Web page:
Wendy’s previous post about employer entitlement got me thinking about a related issue, employer responsibility.
The behavior and reaction described in her post is all too common and, as bad as it is, the related issue is just as unacceptable (maybe even more so). What I’m talking about is allowing employees who are allowed to hang around too long when they are clearly no longer fit to work at the company.
I have spent my career in the independent agency industry so perhaps we aren’t as unique as I think. However, based on my experience, agencies are absolutely horrible at making the tough employment decisions. We just hold on way too long.
I think it’s largely because, as a small business, we are so personally connected to our employees. We tolerate poor performance out of a sense of obligation to the employee. While that is admirable to a point, all too often it is carried to an extreme.
The first obligation (responsibility) has to be to keeping the organization healthy, and healthy requires that everyone on the team contribute at a high level. If, as an employer, you aren’t taking care of the organization, it is only a matter of time before you won’t be able to take care of the individuals.
Don’t get me wrong, you also have a responsibility to every individual on the team, a responsibility that aligns with keeping the organization healthy.
- You have a responsibility to communicate the direction of the company.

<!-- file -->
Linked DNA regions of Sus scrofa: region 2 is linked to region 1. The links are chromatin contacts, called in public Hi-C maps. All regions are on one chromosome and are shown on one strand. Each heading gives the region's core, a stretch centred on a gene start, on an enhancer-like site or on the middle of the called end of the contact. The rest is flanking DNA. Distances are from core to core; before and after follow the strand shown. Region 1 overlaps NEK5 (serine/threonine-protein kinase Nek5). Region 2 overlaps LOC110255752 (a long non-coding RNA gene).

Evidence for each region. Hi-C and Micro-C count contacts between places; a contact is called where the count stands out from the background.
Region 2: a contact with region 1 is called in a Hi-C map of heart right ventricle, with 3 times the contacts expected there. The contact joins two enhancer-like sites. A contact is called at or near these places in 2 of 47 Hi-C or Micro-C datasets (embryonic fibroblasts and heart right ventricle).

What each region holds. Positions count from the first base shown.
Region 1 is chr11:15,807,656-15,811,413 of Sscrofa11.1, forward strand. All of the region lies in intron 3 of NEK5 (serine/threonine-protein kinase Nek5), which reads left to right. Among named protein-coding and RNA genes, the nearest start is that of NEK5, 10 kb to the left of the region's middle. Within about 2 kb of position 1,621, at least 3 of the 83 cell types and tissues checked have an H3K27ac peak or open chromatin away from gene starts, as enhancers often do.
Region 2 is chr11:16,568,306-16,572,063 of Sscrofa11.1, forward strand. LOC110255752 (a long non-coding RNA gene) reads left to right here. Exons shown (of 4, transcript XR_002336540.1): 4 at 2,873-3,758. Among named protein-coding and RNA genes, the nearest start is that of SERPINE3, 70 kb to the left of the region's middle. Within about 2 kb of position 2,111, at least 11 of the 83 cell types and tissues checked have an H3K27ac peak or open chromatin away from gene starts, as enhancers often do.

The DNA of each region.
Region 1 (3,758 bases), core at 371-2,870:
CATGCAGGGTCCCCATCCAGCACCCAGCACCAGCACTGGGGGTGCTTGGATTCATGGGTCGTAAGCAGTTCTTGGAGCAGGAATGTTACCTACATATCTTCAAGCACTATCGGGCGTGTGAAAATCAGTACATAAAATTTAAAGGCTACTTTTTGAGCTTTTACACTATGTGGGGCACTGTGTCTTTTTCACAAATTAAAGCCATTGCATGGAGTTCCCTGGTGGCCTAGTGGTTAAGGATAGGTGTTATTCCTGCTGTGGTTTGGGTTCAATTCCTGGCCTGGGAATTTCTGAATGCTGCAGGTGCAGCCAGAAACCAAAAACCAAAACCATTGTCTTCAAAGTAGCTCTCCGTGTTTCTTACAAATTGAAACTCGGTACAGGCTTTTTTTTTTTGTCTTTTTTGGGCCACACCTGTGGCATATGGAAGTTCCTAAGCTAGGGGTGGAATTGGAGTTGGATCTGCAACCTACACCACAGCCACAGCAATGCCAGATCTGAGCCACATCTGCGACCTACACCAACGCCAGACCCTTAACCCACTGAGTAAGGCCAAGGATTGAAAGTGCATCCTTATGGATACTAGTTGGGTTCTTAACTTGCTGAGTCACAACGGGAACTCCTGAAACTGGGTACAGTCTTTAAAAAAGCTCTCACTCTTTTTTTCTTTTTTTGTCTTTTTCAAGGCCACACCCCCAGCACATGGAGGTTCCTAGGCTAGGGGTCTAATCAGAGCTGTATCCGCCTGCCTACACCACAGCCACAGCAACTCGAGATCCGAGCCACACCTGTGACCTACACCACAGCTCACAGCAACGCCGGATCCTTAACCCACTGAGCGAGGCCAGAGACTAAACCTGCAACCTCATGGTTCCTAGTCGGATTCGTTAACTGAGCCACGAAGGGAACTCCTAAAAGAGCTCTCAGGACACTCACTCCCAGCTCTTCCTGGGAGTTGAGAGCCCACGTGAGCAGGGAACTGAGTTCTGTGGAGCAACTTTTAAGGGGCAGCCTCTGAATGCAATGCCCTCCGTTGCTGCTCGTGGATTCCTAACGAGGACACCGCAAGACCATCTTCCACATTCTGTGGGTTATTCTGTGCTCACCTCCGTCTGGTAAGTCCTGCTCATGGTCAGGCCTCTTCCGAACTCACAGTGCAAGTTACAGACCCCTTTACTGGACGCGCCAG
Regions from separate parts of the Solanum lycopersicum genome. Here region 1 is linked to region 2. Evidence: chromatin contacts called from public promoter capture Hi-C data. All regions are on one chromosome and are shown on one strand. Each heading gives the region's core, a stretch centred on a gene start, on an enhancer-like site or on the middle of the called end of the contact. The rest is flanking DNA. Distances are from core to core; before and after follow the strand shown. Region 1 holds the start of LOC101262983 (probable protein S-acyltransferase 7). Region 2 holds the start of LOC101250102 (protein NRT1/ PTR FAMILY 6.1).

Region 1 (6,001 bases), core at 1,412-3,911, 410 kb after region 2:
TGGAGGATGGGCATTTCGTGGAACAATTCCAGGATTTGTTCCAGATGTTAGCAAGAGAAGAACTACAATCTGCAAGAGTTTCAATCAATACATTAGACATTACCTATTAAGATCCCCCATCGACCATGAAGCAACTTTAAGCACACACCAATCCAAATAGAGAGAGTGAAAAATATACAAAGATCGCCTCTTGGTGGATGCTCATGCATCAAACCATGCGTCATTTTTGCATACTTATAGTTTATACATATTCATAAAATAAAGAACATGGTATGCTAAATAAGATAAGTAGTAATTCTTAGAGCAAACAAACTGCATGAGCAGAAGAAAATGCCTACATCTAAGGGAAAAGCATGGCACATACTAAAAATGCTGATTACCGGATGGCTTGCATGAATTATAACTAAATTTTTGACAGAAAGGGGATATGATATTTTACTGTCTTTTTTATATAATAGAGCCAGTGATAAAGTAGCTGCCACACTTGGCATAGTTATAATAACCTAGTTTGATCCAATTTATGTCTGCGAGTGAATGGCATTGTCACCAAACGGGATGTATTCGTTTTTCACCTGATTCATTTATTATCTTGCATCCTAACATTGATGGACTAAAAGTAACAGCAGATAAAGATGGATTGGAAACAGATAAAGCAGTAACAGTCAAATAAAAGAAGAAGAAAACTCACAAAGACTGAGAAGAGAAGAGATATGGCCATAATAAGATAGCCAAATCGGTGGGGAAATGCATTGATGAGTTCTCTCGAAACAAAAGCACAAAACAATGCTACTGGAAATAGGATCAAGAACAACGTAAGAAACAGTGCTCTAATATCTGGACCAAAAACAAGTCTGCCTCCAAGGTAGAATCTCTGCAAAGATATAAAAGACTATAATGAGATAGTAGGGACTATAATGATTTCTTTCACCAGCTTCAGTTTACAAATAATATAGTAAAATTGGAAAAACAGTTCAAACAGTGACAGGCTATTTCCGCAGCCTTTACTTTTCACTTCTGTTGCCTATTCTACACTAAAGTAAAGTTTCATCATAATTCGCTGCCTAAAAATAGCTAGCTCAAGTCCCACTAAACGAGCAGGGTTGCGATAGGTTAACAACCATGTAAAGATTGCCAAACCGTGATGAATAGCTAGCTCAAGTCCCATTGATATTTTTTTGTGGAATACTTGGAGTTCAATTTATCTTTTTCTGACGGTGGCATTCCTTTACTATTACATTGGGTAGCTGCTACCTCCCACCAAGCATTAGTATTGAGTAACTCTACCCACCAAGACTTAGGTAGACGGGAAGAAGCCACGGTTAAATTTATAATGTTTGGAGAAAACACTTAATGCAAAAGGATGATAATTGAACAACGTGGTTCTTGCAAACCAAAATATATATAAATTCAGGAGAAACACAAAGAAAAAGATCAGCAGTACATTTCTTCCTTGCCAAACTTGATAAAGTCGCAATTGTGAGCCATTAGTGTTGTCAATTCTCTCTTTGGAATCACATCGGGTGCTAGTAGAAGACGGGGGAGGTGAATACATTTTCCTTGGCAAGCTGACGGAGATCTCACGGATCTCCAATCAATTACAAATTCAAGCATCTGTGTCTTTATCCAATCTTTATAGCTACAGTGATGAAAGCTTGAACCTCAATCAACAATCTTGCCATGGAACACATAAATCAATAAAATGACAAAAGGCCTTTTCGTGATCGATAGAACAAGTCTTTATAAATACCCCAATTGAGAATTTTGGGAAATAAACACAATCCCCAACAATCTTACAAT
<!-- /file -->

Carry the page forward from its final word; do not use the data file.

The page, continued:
- You have a responsibility to be very clear as to what expectations you have for every individual to contribute.
- You have a responsibility to provide the training, coaching, and resources to allow them to contribute successfully.
- You have a responsibility to provide regular and meaningful feedback to their performance.
- And, when you have an individual who isn’t willing or able to contribute to the highest company standard, you have a final responsibility to the organization (and to the individual) to find that person another position or to terminate his/her employment.
It should always be difficult to fire someone. If it isn’t, you waited too long.
The other employees should always be a little surprised when someone is let go. If they aren’t, you waited too long.
You should never be in position to badmouth an employee who quit as Wendy described in her post. If you are, you waited too long.
When you wait too long, not only do you allow poor performance to slow you down, you damage your own credibility with those whom you are charged to lead. I promise you, they’re watching and waiting for you to perform your job the way it’s supposed to be performed.
Photo by hobvias sudoneighm.